Introducing the brand new OpenGL ES 3.0

Share on linkedin
Share on twitter
Share on facebook
Share on reddit
Share on digg
Share on email

Five years after revealing OpenGL ES 2.0 to the world, the Khronos Groups has recently published the brand new OpenGL ES 3.0 specification. Aimed to be backwards compatible with the previous version, this iteration will enable developers to add more features to graphics applications. We’ve been one of the key members of the Khronos Group, having worked closely with them to make sure that the new version has all the features needed for PowerVR Series6 ‘Rogue’, our next generation of high performance GPUs.

As this release was highly anticipated ahead of SIGGRAPH 2012 – where Imagination was also present -, we can now give you a breakdown of the most important features of OpenGL ES 3.0 and how they will help developers bring high end graphics to the mobile and embedded space.

High-end graphics for a mobile-driven standard

Targeting smartphone and tablet graphics, this latest version has been in progress for some time, as the groups and its members wanted to bring the best set of features from OpenGL while also keeping in mind one of the defining aspects of the mobile world: power consumption. Yes, it comes down to the classical power vs. performance fight off, but with PowerVR Series6 ‘Rogue’ GPUs, we’ve made sure both come out as winners. We’ve fine-tuned our hardware so that we not only include the newly added features in a checklist style, but we’re actually using the architecture’s key strengths to focus the group’s efforts in the right direction. And looking at what has just been published, we can be confident that the PowerVR family will continue to lead the way in every aspect of the mobile market.

GLBenchmark 3: Next Gen OpenGL 3.0 ES Benchmark for Mobile Devices

Firstly, OpenGL ES is openly targeting developers who work in the consumer devices world: a fast paced environment which needs constant platform and API updates to keep in touch with the cutting edge graphics hardware improvements brought by companies such as ourselves. As a result, we expect OpenGL ES adoption to soar in the upcoming future, reaching 1 billion units per year in 2014, as a study conducted by us shows. The PowerVR Insider programme as well as our upcoming SDK release should keep the momentum going, as developers can start implementing incremental updates to take advantage of the new features of OpenGL ES 3.0.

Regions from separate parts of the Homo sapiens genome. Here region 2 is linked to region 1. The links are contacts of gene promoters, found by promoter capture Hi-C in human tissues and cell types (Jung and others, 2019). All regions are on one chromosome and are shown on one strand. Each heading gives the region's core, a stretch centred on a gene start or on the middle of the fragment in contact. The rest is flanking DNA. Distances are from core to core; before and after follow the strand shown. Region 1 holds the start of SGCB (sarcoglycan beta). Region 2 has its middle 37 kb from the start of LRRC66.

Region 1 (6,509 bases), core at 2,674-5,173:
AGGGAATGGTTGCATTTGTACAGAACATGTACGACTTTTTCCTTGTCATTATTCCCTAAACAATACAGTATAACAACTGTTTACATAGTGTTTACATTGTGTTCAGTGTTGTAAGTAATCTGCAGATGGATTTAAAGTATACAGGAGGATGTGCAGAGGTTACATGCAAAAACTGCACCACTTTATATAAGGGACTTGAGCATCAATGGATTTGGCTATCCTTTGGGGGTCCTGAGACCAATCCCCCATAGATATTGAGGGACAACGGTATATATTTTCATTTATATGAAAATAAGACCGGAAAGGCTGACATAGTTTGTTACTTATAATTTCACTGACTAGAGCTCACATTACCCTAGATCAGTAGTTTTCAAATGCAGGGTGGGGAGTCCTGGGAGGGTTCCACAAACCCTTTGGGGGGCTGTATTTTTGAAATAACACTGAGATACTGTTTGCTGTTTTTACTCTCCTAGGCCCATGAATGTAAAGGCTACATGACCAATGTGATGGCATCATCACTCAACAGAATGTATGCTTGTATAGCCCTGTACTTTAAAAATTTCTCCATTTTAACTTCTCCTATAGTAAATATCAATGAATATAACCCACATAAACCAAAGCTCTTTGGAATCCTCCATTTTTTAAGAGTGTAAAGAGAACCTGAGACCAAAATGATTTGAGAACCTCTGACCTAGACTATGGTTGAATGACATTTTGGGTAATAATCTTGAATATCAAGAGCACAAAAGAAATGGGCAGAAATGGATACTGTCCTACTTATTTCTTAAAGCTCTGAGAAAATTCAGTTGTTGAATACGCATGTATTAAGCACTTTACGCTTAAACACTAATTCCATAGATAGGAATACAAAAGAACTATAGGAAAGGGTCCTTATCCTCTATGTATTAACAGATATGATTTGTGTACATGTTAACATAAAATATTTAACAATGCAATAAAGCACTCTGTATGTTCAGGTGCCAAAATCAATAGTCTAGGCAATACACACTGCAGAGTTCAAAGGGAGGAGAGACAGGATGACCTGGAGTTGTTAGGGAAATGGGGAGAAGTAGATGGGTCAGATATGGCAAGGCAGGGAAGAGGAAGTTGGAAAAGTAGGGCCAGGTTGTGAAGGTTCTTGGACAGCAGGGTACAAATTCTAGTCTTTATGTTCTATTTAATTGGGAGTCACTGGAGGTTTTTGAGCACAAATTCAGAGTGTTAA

Experience our visually stunning OpenGL ES 3.0 demos

Furthermore, we’ve prepared a series of demos which will showcase the added features. Most importantly, these will be run on actual silicon which makes this even better for those who want to get a real feel of what the standard actually improves on. In terms of feature comparison with its desktop relative, the OpenGL ES 3.0 embedded profile can be seen as largely a mobile-oriented implementation of the PC-oriented OpenGL 3.3 version, but in general terms of compatibility, it can be placed somewhere between OpenGL 3.1 and OpenGL 4.3.

Our first of the three demos is titled ‘Leaves’ and features the Transform Feedback functionality. This allows for GPU compute style operations within just the graphics API where transformed geometry is not only submitted to the rasteriser for drawing but the results are also written out to memory. Therefore, positions are continuously updated per frame as illustrated in the demo by modelling leaves blowing in the wind. Transform Feedback is used for position and orientation of each leaf and then Geometry Instancing, another key OpenGL ES 3.0 feature, is used to draw the high complexity leaves with close to 300 polygons each.

Transform feedback and Depth Texture Shadow Mapping in Leaves – our OpenGL ES 3.0 demo

Inspired by the 1927 cult classic, we’ve tried to follow in Fritz Lang’s footstepsand created our second clip which we’ve called ‘Metropolis’. It renders a high-rise futuristic urban scene using hundreds of OpenGL ES 3.0 Instanced buildings and flying cars.  This new feature reduces API overhead and enables significantly more geometry to be processed without excessive CPU usage. Multiple Render Targets (MRT) are used to add atmospheric bloom effects bringing a cinematic feeling to the scene. High quality anti-aliasing and anisotropic filtering ensures top of the line image quality, which we’re sure would make even the “Master of Darkness” proud.

Metropolis showing a use case for Instancing and MRTs

In our final demo, ‘Shrine’, we’ve maintained the dark-oriented theme and created an eerie night-time scene to show the benefits of Light Indexed Deferred Lighting using OpenGL ES 3.0 Multiple Render Targets. This advanced approach to scene lighting enables up to 4 light sources per pixel selected from up to 1024 lights per scene and can be efficiently combined with advanced hardware based anti-aliasing effects. OpenGL ES 3.0 also adds support for a number of texture features. The most important ones have to do with floating point textures (linked to FP32 support), 3D textures, 2D array textures, non-power-of-two textures, and 1 & 2 channel textures(R & R/G). When rendering textures, emphasis is placed on multisample anti-aliasing (MSAA), which earlier hardware generations could only run against the framebuffer. OpenGL ES 3.0 can presently support MSAA-type rendering for a texture.

Deferred lighting and MRTs in Shrine – our OpenGL ES 3.0 demo